page updated 22nd October 2005
a new Citrus glauca hybrid!
The Australian Desert Lime, formerly Eremocitrus glauca but now re-classified as Citrus glauca, is known to hybridize readily with other citrus species.
The classic 1946 reference book "The Citrus Industry, vol.1" names three such hybrids - Eremolemon, Eremorange and Emoradia (x C. aurantium) but, after much discussion, cannot assign any actual plant to these hybrids. W.T. Swingle, author of the first edition, believed the Coachella Eremolemon was a hybrid with Meyer's Lemon (itself probably Lemon x Orange), but later editors throw some doubt on this.
In 1996, I was sent seeds from the University of California, Riverside, said to be Eremocitrus glauca. But it was immediately obvious that the one viable seedling produced was not 'true to type' but a hybrid. The leaves were noticeably wider, and with distinct upper and lower surfaces. The plant grew rapidly, whereas my true Australian Eremocitrus seedlings gradually died off.
This year, 2005, the first flowers appeared and five fruit reached maturity.
The tiny fruits were initially tinged red, but finally matured into a pale translucent lemon yellow - paler on the underside and with just a hint of green on the upper.
The mature fruits are only 12mm to 18mm in diameter (about half an inch) and slightly pear shaped. They taste horrible - just extremely sour which masks any other distinctive flavour.
What are they?
I have no idea what the pollen parent was. The Eremocitrus glauca I saw growing at Riverside was surrounded by all species and varieties of citrus.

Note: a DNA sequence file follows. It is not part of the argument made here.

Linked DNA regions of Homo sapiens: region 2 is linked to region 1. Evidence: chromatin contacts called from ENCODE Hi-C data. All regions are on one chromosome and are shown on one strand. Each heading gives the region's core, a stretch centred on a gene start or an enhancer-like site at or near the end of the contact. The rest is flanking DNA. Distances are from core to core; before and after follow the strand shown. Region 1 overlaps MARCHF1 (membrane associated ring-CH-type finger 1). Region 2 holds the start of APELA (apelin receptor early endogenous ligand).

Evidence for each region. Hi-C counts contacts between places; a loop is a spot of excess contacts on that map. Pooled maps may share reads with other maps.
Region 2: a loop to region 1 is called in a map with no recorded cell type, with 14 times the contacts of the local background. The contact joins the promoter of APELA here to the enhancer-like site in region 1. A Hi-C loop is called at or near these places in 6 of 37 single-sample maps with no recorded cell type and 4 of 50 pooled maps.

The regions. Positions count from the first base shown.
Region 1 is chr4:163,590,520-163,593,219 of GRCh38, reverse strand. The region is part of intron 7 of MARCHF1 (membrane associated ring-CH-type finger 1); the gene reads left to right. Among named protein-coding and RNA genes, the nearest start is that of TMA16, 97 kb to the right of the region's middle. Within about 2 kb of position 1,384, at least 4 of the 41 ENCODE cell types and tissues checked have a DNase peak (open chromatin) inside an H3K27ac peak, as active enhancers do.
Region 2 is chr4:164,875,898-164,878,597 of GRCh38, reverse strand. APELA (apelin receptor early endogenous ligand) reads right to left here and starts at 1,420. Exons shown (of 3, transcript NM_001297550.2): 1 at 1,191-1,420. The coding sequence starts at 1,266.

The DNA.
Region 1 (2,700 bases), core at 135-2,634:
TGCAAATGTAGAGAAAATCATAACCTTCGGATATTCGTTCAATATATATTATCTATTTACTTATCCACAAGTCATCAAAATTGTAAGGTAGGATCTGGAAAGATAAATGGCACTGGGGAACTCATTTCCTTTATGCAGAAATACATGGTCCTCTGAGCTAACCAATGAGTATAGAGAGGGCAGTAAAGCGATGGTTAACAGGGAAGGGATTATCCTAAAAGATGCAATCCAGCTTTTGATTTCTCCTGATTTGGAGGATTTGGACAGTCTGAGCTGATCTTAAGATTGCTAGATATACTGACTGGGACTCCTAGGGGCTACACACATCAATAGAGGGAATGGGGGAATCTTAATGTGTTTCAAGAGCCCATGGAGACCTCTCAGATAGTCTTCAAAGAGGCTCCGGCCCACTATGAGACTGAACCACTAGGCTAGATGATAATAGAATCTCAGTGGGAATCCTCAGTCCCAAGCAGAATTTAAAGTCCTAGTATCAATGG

The fruits are certainly different from those of my Eremolemon - but if that itself is a Meyer's Lemon hybrid, then it has some orange in its ancestry.
Perhaps my hybrid is another Eremolemon, but this time a true lemon hybrid. That's my best guess from the shape and colour of the fruit!
These are scans of Coachella Eremolemon (20mmx18mm) with 5 segments, and my 'Eremowhat' hybrid fruit (15mmx20mm) with four segments on the right of each picture.
The Coachella Eremolemon arose from a seedling of a fruitful Australian desert lime at the US Date & Citrus Station, Indio, in the Coachella Valley of California. The research centre closed in 1979.
The variety 'Razzlequat', originally distributed by the US nursery Oregon Exotics, is almost certainly Coachella Eremolemon. The nursery's catalogue classifies it as "Eremocitrus x C. Limona Meyer". It has no kumquat in its ancestry at all!
Swingle, in The Citrus Industry, briefly describes trigeneric hybrids of Eremocitrus x Citrange. Named Citrangeremos, I have never yet seen any of these varieties, although AgrumiVoss nursery does list them.